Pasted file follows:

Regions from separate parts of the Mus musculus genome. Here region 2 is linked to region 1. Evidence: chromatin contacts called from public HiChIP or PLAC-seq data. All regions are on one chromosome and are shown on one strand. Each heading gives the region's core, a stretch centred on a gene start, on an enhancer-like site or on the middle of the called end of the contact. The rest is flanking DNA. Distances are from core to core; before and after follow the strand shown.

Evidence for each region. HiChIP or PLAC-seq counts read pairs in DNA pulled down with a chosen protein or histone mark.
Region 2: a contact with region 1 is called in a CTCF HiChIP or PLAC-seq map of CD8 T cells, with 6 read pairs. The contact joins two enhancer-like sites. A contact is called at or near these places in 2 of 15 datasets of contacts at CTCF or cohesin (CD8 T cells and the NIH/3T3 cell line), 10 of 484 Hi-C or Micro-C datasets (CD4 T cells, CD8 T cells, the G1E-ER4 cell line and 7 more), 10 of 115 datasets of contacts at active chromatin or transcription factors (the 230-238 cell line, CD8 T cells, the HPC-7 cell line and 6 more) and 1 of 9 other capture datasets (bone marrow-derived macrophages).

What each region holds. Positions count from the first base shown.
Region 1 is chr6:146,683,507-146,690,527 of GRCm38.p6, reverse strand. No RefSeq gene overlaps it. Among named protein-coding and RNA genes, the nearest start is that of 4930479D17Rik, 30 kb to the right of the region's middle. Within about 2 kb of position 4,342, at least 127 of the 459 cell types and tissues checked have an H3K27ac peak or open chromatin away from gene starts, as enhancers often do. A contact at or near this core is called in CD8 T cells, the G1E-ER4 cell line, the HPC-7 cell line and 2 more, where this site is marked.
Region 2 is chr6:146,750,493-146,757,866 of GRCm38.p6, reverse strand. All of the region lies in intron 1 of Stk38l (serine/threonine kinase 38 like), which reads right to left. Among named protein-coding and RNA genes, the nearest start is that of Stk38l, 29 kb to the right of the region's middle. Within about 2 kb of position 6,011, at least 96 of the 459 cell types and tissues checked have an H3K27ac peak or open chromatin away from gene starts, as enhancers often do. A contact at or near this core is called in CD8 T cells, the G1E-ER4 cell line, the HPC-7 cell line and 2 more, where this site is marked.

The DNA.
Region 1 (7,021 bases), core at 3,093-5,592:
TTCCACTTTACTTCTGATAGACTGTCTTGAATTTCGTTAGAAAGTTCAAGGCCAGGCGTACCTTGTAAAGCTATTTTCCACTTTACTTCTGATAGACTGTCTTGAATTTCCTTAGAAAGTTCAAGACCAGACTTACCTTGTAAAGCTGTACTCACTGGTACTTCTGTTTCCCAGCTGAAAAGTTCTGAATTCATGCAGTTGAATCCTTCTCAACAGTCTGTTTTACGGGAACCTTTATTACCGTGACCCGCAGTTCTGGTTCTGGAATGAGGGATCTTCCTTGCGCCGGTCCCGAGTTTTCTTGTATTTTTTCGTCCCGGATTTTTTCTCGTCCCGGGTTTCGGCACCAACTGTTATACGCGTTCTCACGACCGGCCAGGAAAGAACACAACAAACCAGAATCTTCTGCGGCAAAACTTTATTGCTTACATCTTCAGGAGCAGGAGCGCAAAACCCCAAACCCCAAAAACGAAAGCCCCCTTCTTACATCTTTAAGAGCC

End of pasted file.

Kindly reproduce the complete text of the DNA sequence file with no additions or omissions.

Regions from separate parts of the Mus musculus genome. Here region 2 is linked to region 1. Evidence: chromatin contacts called from public HiChIP or PLAC-seq data. All regions are on one chromosome and are shown on one strand. Each heading gives the region's core, a stretch centred on a gene start, on an enhancer-like site or on the middle of the called end of the contact. The rest is flanking DNA. Distances are from core to core; before and after follow the strand shown.

Evidence for each region. HiChIP or PLAC-seq counts read pairs in DNA pulled down with a chosen protein or histone mark.
Region 2: a contact with region 1 is called in a CTCF HiChIP or PLAC-seq map of CD8 T cells, with 6 read pairs. The contact joins two enhancer-like sites. A contact is called at or near these places in 2 of 15 datasets of contacts at CTCF or cohesin (CD8 T cells and the NIH/3T3 cell line), 10 of 484 Hi-C or Micro-C datasets (CD4 T cells, CD8 T cells, the G1E-ER4 cell line and 7 more), 10 of 115 datasets of contacts at active chromatin or transcription factors (the 230-238 cell line, CD8 T cells, the HPC-7 cell line and 6 more) and 1 of 9 other capture datasets (bone marrow-derived macrophages).

What each region holds. Positions count from the first base shown.
Region 1 is chr6:146,683,507-146,690,527 of GRCm38.p6, reverse strand. No RefSeq gene overlaps it. Among named protein-coding and RNA genes, the nearest start is that of 4930479D17Rik, 30 kb to the right of the region's middle. Within about 2 kb of position 4,342, at least 127 of the 459 cell types and tissues checked have an H3K27ac peak or open chromatin away from gene starts, as enhancers often do. A contact at or near this core is called in CD8 T cells, the G1E-ER4 cell line, the HPC-7 cell line and 2 more, where this site is marked.
Region 2 is chr6:146,750,493-146,757,866 of GRCm38.p6, reverse strand. All of the region lies in intron 1 of Stk38l (serine/threonine kinase 38 like), which reads right to left. Among named protein-coding and RNA genes, the nearest start is that of Stk38l, 29 kb to the right of the region's middle. Within about 2 kb of position 6,011, at least 96 of the 459 cell types and tissues checked have an H3K27ac peak or open chromatin away from gene starts, as enhancers often do. A contact at or near this core is called in CD8 T cells, the G1E-ER4 cell line, the HPC-7 cell line and 2 more, where this site is marked.

The DNA.
Region 1 (7,021 bases), core at 3,093-5,592:
TTCCACTTTACTTCTGATAGACTGTCTTGAATTTCGTTAGAAAGTTCAAGGCCAGGCGTACCTTGTAAAGCTATTTTCCACTTTACTTCTGATAGACTGTCTTGAATTTCCTTAGAAAGTTCAAGACCAGACTTACCTTGTAAAGCTGTACTCACTGGTACTTCTGTTTCCCAGCTGAAAAGTTCTGAATTCATGCAGTTGAATCCTTCTCAACAGTCTGTTTTACGGGAACCTTTATTACCGTGACCCGCAGTTCTGGTTCTGGAATGAGGGATCTTCCTTGCGCCGGTCCCGAGTTTTCTTGTATTTTTTCGTCCCGGATTTTTTCTCGTCCCGGGTTTCGGCACCAACTGTTATACGCGTTCTCACGACCGGCCAGGAAAGAACACAACAAACCAGAATCTTCTGCGGCAAAACTTTATTGCTTACATCTTCAGGAGCAGGAGCGCAAAACCCCAAACCCCAAAAACGAAAGCCCCCTTCTTACATCTTTAAGAGCC